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Publication numberUS5754700 A
Publication typeGrant
Application numberUS 08/489,100
Publication dateMay 19, 1998
Filing dateJun 9, 1995
Priority dateJun 9, 1995
Fee statusPaid
Publication number08489100, 489100, US 5754700 A, US 5754700A, US-A-5754700, US5754700 A, US5754700A
InventorsAndrew J. Kuzma
Original AssigneeIntel Corporation
Export CitationBiBTeX, EndNote, RefMan
External Links: USPTO, USPTO Assignment, Espacenet
Method and apparatus for improving the quality of images for non-real time sensitive applications
US 5754700 A
Abstract
A method and apparatus for improving the quality of images for non-real time sensitive applications are disclosed. A preprocessing unit receives a first frame from a input line. The preprocessing unit calculates a difference value between the first frame and a previously-received-frame. The preprocessing unit sends the first frame to a buffer unit coupled to the preprocessing unit. The preprocessing unit sends the difference value to a statistics unit coupled to the preprocessing unit. Using the calculated difference value, the statistics unit determines whether the first frame contains a scene change. The statistics unit generates a strategy for encoding the first frame based on the criteria of whether the first frame contains a scene change and whether the first frame is used in a still image or a moving image. A video coder-decoder coupled to the statistics unit and the buffer unit receives the first frame and the strategy for encoding the first frame simultaneously. The video coder-decoder operates to encode the first frame using this strategy.
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Claims(16)
What is claimed is:
1. A video processor, comprising:
a) a preprocessing unit that calculates a difference value for a frame and a subsequent frame;
b) a statistic unit, coupled to the preprocessing unit, having
i) a frame comparator unit that determines that the frame is a still frame when the difference value is below a predetermined value and that the frame is a moving frame when the difference value is above the predetermined value, and
ii) a video coder-decoder interface, coupled to the frame comparator unit, that generates a first strategy for encoding the frame when the frame is a still frame and a second strategy when the frame is a moving frame; and
c) a video coder-decoder unit, coupled to the statistic unit, having a frame rate adjuster that drops a frame rate for encoding the frame when the first strategy is received from the statistic unit.
2. The video processor of 1, wherein the video coder-decoder unit comprises a filtering unit that filters out high frequencies from the frame when the second strategy is received from the statistic unit.
3. The video processor of claim 1, wherein the video coder-decoder unit comprises a quantisizer unit that quantisizes the frame when the second strategy is received from the statistic unit.
4. A video processor comprising:
a preprocessing unit that generates a first difference value for a frame and a previous frame and a second difference value for the frame and a subsequent frame;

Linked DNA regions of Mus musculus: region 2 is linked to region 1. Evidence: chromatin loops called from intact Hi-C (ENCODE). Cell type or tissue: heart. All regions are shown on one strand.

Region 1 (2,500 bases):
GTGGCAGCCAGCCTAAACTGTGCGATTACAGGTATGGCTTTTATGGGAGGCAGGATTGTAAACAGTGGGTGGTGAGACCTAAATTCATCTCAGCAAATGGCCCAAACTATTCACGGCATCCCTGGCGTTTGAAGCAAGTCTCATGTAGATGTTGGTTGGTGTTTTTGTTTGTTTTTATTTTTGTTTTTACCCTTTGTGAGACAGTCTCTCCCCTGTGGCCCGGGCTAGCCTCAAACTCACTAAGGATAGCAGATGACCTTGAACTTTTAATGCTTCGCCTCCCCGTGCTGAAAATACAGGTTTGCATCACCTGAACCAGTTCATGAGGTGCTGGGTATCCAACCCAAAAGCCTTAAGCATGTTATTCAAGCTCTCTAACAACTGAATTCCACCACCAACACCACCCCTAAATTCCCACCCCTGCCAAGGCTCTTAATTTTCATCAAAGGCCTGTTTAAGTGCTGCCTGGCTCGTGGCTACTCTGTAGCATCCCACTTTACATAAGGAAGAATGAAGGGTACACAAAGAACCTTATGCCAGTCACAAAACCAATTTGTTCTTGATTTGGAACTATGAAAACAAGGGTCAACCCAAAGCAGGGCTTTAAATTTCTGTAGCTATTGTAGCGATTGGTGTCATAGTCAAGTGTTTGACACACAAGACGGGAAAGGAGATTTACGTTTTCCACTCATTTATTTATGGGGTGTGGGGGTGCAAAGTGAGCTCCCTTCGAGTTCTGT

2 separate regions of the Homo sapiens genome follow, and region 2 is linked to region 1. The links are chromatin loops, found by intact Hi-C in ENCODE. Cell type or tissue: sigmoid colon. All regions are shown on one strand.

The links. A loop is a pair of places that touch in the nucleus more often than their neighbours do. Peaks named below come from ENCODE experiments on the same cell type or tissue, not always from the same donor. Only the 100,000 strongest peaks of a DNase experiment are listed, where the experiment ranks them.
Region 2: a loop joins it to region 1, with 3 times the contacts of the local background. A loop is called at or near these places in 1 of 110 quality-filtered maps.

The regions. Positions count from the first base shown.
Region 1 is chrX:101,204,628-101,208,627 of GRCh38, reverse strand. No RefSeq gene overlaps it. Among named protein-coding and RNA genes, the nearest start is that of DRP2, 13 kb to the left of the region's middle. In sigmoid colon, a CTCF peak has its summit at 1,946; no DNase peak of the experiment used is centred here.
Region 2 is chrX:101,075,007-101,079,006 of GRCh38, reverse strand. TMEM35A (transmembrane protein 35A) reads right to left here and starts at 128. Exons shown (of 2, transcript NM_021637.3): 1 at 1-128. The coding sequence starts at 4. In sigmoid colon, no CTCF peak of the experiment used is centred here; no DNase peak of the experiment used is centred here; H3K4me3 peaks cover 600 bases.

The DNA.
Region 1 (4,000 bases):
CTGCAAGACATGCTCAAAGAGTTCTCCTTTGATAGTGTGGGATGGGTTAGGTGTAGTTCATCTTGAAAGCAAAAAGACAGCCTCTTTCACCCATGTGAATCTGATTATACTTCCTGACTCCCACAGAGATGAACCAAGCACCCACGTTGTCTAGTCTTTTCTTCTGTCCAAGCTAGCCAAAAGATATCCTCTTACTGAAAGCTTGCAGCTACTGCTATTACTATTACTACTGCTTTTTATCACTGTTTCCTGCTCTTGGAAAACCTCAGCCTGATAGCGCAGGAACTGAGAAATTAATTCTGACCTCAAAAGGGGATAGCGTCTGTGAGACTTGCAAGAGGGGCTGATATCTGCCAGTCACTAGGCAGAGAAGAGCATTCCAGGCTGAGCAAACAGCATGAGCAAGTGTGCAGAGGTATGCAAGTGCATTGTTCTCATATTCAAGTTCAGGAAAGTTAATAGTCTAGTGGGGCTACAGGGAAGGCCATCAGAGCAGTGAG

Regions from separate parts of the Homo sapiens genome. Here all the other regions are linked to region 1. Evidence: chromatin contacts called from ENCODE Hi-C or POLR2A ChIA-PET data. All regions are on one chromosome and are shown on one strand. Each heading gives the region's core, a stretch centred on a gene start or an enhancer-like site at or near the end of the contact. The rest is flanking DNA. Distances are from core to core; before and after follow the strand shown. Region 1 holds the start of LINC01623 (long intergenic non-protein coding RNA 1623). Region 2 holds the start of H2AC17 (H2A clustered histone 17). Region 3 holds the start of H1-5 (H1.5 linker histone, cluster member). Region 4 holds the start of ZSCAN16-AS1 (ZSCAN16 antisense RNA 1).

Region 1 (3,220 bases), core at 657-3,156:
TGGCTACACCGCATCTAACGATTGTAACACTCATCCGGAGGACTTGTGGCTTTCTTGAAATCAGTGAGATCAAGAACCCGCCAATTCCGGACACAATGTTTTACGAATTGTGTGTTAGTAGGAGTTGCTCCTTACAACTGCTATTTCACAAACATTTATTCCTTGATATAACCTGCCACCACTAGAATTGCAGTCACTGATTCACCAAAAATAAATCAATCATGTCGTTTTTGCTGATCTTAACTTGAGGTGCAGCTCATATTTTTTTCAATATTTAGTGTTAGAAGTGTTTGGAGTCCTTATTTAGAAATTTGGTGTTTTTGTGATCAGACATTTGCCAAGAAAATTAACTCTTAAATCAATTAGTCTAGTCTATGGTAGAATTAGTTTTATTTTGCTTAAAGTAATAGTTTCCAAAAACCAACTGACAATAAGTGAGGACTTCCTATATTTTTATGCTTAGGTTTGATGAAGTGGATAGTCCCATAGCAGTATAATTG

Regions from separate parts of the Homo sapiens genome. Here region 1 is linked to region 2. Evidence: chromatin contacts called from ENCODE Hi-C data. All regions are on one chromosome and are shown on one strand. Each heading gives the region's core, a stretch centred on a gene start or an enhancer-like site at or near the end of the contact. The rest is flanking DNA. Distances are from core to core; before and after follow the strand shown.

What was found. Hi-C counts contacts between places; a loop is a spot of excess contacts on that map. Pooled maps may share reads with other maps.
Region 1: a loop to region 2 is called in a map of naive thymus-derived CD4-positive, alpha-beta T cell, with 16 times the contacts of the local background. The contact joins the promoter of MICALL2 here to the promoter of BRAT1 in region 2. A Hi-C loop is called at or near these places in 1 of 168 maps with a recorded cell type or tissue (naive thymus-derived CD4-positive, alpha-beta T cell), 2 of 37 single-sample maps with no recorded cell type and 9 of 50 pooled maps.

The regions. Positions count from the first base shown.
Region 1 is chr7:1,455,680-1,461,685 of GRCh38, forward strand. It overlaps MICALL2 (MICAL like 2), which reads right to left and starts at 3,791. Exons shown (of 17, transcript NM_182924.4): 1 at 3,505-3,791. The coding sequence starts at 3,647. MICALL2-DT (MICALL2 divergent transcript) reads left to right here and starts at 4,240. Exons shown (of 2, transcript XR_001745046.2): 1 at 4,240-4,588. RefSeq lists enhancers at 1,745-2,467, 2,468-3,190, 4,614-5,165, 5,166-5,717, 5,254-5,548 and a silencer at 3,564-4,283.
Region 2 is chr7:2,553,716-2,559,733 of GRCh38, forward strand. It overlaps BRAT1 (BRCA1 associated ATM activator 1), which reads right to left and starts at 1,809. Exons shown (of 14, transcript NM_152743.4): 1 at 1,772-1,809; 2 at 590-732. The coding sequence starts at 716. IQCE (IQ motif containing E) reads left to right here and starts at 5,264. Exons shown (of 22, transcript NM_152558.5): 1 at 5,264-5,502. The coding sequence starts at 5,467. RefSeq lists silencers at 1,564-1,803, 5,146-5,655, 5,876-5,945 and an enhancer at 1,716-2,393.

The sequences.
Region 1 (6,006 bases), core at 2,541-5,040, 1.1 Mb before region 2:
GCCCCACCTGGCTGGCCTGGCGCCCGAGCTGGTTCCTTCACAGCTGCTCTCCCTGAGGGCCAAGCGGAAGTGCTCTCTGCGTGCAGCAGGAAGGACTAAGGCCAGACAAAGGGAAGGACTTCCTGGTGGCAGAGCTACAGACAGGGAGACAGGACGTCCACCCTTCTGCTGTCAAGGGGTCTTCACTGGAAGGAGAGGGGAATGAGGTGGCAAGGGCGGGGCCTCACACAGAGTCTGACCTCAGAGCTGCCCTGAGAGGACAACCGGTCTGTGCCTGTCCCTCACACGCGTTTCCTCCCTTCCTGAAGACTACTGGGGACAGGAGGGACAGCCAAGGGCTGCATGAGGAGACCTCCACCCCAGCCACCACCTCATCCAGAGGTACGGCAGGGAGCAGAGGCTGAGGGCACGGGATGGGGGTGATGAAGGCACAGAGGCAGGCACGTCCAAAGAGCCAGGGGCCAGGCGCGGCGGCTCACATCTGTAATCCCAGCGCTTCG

a statistic unit, coupled to said preprocessor, that directs the previous frame to a first line and the frame to a second line simultaneously when the first difference value is within a predetermined range and that generates a strategy for encoding the frame based on the second difference value;
a first video coder-decoder unit, coupled to the first line that encodes the previous frame;
a second video coder-decoder unit, coupled to the second line that encodes the frame according to the strategy;
a video multiplexing unit, coupled to the first video coder-decoder unit and the second video coder-decoder unit, that multiplexes an encoded previous frame with an encoded frame to be transmitted together.
5. The video processor of claim 4, wherein the preprocessing unit comprises a computational unit that calculates a sum of square differences of the frame and the previous frame as the first difference value.
6. The video processor of claim 5, wherein the statistic unit comprises a video coder-decoder interface unit that generates a first strategy when the second difference value is less than a second predetermined value and that generates a second strategy when the second difference value is greater than the second predetermined value.
7. The video processor of claim 6, wherein the second video coder-decoder unit comprises a frame rate adjuster that drops the frame rate of the second video coder-decoder when the first strategy is received from the statistic unit.
8. The video processor of claim 6, wherein the second video coder-decoder unit comprises a filtering unit that filters out high frequencies from the frame when the second strategy is received from the statistic unit.
9. The video processor of claim 6, wherein the second video coder-decoder unit comprises a quantisizer unit that quantisizes the frame when the second strategy is received from the statistic unit.
10. A method for encoding data, comprising:
comparing a frame with a subsequent frame and determining whether the frame is to be used in a still image or a moving image;
generating a first strategy for encoding the frame when the frame is to be used in the still image and a second strategy for encoding the frame when the frame is to be used in the moving image; and
dropping the frame rate for encoding the frame for display when the first strategy is generated.
11. The method of claim 10, wherein comparing the frame with the subsequent frame comprises calculating a sum of square difference value of said frame and the subsequent frame.
12. The method of claim 11, wherein determining whether said frame is to be used in the still image or the moving image comprises comparing the sum of square difference value with a predetermined threshold value.
13. A method for encoding data, comprising:
generating a difference value for a frame and a previous frame;